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Current time:0:00Total duration:5:44

So here's a picture of
the cubane molecule, which is an alkane that's
shaped like a cube. And for that reason, it's
one of my favorite molecules. I just think it's
really cool looking. And you can see that at each
of the corners of the cube, there's a carbon. So there are eight
carbons total. And then there's also
a hydrogen coming off of each of those carbons for
a molecular formula of C8H8. At first, a lot
of chemists didn't think this molecule could be
made because of the high amount of angle strain that's
present in this molecule. But it was made
starting in the 1960s. And it's being looked at
for a lot of potential uses in medicine and
explosives these days, and because you can
nitrate it and make things like octanitrocubane and
heptanitrocubane, which are potential explosives
for the future. And we're going to look and
see if we can name cubane using IUPAC nomenclature
in this video. So let's first think about the
rules we learned in the video on bicyclic nomenclature. And if you're
trying to figure out how many rings
are in the system, you have to make
cuts and figure out how many cuts does it take to
get to an open chain alkane. So if we start with this yellow
version of cubane over here on the left, I'm going
to start cutting bonds. And let's see how
many cuts it takes to get to an open chain alkane. For example, I could start
by cutting right here. So we'll say that's
our first cut. And then our second cut, we
could make a cut right back here like that. So we could make that my
second cut here on my cubane. And then for my third cut, I'm
going to go for this one right up here. So we'll take care of that one. So that's three cuts so far. And then, if I just go ahead
and take out of this one, this bond right here, and then
this bond right here, so that's cuts four and five. I now get an open chain alkane. So it took five cuts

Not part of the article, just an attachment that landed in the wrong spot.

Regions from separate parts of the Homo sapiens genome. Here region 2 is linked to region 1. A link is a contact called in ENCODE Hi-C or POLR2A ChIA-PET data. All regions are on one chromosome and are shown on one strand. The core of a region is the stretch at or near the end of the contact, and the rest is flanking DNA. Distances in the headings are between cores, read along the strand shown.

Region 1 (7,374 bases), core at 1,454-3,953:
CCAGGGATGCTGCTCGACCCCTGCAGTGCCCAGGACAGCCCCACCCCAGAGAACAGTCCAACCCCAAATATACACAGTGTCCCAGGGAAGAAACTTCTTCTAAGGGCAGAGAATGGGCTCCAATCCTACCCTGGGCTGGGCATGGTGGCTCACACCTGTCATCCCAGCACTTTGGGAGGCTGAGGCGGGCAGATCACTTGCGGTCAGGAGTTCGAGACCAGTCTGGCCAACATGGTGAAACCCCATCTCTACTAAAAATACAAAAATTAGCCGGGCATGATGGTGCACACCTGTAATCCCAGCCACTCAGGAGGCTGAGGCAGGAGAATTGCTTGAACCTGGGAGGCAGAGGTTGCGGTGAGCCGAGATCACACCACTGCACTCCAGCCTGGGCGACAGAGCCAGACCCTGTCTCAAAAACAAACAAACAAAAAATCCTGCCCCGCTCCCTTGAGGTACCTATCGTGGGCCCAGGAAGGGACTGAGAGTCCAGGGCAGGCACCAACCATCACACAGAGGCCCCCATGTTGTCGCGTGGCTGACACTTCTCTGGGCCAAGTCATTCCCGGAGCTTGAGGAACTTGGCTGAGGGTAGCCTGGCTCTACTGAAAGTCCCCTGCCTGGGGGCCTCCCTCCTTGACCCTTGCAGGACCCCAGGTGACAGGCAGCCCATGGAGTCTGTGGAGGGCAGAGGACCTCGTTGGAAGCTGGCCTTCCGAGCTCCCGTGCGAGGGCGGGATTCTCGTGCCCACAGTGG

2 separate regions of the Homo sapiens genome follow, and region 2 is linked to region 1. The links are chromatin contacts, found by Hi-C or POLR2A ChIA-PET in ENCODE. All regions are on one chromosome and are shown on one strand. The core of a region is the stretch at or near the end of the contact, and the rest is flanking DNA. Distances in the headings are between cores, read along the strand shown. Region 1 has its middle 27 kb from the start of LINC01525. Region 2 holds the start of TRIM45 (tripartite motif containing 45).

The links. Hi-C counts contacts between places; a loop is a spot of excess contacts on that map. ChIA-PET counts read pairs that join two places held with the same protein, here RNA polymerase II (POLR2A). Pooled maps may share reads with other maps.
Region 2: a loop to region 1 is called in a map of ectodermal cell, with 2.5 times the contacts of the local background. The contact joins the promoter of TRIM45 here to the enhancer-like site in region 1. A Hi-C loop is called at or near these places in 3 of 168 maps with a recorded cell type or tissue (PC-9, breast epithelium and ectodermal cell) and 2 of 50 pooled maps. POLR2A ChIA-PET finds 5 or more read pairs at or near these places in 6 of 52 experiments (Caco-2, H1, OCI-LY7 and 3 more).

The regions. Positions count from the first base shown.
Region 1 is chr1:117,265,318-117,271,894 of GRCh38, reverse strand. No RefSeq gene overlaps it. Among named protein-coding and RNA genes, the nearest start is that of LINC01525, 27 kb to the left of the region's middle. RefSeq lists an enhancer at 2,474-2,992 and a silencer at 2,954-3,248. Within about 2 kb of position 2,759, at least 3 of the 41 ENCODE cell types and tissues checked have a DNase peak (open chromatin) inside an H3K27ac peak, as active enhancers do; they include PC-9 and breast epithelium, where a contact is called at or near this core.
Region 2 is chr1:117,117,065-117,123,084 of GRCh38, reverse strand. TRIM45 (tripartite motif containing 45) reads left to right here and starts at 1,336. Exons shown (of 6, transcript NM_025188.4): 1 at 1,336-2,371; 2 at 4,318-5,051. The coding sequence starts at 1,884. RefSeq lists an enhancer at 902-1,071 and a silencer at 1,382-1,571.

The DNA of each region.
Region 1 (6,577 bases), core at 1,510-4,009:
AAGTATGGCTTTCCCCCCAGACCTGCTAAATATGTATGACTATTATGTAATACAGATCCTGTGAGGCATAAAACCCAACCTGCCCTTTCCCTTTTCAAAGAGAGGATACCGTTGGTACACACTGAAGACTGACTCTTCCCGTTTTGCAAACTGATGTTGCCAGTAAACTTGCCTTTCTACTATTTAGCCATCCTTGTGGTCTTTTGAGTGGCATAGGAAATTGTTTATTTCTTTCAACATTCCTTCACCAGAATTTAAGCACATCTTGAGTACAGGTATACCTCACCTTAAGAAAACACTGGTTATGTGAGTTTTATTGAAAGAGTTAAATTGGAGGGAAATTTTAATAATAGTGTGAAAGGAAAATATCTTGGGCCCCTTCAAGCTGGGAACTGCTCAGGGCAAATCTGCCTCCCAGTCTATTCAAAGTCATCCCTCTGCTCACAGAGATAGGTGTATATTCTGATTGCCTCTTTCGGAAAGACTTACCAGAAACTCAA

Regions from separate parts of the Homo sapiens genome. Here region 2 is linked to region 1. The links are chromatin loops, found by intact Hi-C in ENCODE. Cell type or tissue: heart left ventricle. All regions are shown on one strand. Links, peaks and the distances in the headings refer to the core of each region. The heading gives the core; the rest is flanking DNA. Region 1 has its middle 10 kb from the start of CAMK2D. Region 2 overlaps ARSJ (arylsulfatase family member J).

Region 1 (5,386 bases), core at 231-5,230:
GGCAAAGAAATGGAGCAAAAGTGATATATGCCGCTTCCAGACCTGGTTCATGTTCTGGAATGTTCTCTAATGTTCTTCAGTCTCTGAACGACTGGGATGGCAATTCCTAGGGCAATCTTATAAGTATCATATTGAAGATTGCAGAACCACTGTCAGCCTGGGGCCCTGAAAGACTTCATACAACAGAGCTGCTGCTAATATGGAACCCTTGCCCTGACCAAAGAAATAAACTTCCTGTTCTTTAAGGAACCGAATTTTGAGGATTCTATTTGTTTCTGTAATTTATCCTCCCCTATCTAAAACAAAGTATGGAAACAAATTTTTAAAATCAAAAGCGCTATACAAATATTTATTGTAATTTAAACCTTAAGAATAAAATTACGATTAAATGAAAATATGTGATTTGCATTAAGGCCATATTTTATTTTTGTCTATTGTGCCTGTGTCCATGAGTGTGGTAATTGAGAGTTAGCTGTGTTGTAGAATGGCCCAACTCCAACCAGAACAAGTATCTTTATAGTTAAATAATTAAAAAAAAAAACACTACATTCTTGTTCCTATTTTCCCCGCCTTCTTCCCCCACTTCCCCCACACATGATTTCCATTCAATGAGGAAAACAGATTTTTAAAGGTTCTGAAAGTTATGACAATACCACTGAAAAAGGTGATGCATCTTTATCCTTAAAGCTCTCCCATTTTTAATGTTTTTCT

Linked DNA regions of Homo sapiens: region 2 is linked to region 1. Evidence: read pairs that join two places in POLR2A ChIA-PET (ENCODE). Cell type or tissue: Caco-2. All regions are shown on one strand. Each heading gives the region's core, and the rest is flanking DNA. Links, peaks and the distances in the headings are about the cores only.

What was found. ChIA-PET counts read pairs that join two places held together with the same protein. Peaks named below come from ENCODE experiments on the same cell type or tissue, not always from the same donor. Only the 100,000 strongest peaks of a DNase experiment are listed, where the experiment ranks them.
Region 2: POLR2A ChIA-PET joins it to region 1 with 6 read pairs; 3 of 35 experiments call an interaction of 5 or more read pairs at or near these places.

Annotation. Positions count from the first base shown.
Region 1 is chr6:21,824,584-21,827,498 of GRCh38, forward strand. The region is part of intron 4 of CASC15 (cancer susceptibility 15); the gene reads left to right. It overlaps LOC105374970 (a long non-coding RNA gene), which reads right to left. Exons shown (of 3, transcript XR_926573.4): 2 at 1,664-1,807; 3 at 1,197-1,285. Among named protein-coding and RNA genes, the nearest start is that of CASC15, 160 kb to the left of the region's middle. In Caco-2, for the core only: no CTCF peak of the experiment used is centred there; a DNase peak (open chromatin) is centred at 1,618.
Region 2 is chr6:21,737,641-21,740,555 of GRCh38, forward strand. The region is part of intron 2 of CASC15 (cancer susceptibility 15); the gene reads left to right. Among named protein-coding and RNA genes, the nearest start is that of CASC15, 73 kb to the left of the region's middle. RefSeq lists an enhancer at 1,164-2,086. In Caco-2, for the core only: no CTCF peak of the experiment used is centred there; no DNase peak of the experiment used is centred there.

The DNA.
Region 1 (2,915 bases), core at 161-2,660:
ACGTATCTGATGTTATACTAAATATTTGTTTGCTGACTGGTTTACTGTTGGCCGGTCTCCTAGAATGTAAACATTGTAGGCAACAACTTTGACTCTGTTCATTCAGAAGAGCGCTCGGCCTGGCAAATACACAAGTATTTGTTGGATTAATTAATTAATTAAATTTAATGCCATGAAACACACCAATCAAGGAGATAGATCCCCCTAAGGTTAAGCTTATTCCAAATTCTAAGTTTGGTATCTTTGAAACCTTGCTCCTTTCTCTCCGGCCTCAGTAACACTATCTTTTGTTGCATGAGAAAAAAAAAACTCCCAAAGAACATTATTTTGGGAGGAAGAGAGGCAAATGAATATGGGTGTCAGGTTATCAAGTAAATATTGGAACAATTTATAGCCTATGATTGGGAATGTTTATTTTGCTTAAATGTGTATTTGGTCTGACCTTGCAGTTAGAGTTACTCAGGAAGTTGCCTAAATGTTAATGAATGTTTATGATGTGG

for us to do that. So there are five rings in
cubane, so it's pentacyclo. So that's just not immediately
obvious, to me anyway, as to why there are
five rings in cubane. So let's go ahead
and write pentacyclo to start the IUPAC name here, so
pentacyclo, meaning five rings. And then we start our brackets,
just like we did in the video on bicyclic nomenclature. And to finish
naming cubane, we're going to pretend like it
is a bicyclic compound. And the first thing
we do is identify our bridgehead carbons. So the carbons that are common
to both of the two rings here. So hopefully it's obvious
those are two rings and those are the
bridgehead carbons that connect those two rings. When you number a
bicyclic compound, you start at one of
the bridgehead carbons and then you go the
longest path first. So I'm going to
start at this carbon, and I'm going to go the longest
path, which would be up here. So this would be
number 2, this would be number 3, carbon
number 4, carbon number 5, carbon number 6, which takes me
to the other bridgehead carbon. And then you name your
next longest path. So I'm just going to continue
around and make this carbon 7, and then make this one
back here carbon 8. So those are my eight
carbons of cubane. And so, once again,
I can continue to pretend like it's
a bicyclic molecule. And the next thing
I would do is I would name the number of
carbons in my longest path. So the number of carbons
in my longest path would be this one, so there'd
be 1, 2, 3, 4 carbons. Remember, you exclude
the bridgehead carbons when you're doing this, so we're
going to start with a 4 right here, like that. Next, you do the
number of carbons in your second longest path. So we can see my
second longest path would be this one right here. And there are two carbons
in my second longest past. So I go ahead and put a
2 over here like that. And then finally,
it's the number of carbons between the
bridgehead carbons, which in this example,
of course, there are no carbons between my
two bridgehead carbons. So I would put a
0 here like that. But of course, cubane is
not a bicyclic compound, so we have to keep going. We have to figure out how I can
continue naming this molecule. And the way to do
it is to next think about how many carbons are
there between carbons 2 and 5. So if I draw a
dashed line in here, so I can pretend like
I'm connecting those two right there. And of course, there are
no carbons between 2 and 5. So I can keep going. I could make this is 0, and
I could put a 2 comma 5, saying there are no carbons
between carbons 2 and 5. And I can continue on. I can do that
between the 3 and 8. So if I were to connect the 3
and the 8 back here like that, there are no carbons
between 3 and 8, so I can write 0,
and then 3 comma 8. And, of course, I can do
the same thing over here on the right. So between 4 and 7
there are no carbons. So I can write 0,
4, and 7, like that. So let me just clear
up that 7 there. And we're done
with our brackets. So the last thing you
need to do when you're naming a polycyclic
alkane like this is to figure out how many total
carbons are in the molecule. Well, of course, there
are 8 So this is octane. So I can go ahead and write
octane down here, like that. And I have my IUPAC
name for cubane. It is
pentacyclo[4.2.0.0(2,5).0(3,8)0(4,7)]octane. And there are several
other molecules that are similar
to cubane, which are also very interesting. So molecules like
dodecahedrane would be one to check out as well if you
like the structure of cubane.